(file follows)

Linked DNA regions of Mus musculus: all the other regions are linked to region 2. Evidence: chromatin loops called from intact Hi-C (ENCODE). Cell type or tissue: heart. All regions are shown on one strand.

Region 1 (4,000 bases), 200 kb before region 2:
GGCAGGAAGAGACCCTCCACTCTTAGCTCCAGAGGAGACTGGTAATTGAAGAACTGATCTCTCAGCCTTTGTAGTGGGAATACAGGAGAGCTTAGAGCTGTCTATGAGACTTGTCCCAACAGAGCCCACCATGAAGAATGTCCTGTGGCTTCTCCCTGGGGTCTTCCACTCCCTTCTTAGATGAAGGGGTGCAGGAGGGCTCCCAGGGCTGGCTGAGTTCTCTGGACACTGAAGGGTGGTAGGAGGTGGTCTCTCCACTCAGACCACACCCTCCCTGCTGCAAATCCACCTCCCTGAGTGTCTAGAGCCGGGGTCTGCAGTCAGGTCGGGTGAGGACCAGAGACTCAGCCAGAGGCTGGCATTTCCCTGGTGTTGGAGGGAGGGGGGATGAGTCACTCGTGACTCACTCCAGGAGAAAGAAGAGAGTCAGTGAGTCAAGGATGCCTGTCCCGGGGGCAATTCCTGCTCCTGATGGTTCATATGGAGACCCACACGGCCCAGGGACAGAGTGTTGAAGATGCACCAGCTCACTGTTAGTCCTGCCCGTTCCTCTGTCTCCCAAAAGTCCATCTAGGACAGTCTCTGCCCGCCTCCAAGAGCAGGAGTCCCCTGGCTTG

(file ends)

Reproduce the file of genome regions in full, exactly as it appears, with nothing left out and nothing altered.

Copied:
Linked DNA regions of Mus musculus: all the other regions are linked to region 2. Evidence: chromatin loops called from intact Hi-C (ENCODE). Cell type or tissue: heart. All regions are shown on one strand.

Region 1 (4,000 bases), 200 kb before region 2:
GGCAGGAAGAGACCCTCCACTCTTAGCTCCAGAGGAGACTGGTAATTGAAGAACTGATCTCTCAGCCTTTGTAGTGGGAATACAGGAGAGCTTAGAGCTGTCTATGAGACTTGTCCCAACAGAGCCCACCATGAAGAATGTCCTGTGGCTTCTCCCTGGGGTCTTCCACTCCCTTCTTAGATGAAGGGGTGCAGGAGGGCTCCCAGGGCTGGCTGAGTTCTCTGGACACTGAAGGGTGGTAGGAGGTGGTCTCTCCACTCAGACCACACCCTCCCTGCTGCAAATCCACCTCCCTGAGTGTCTAGAGCCGGGGTCTGCAGTCAGGTCGGGTGAGGACCAGAGACTCAGCCAGAGGCTGGCATTTCCCTGGTGTTGGAGGGAGGGGGGATGAGTCACTCGTGACTCACTCCAGGAGAAAGAAGAGAGTCAGTGAGTCAAGGATGCCTGTCCCGGGGGCAATTCCTGCTCCTGATGGTTCATATGGAGACCCACACGGCCCAGGGACAGAGTGTTGAAGATGCACCAGCTCACTGTTAGTCCTGCCCGTTCCTCTGTCTCCCAAAAGTCCATCTAGGACAGTCTCTGCCCGCCTCCAAGAGCAGGAGTCCCCTGGCTTG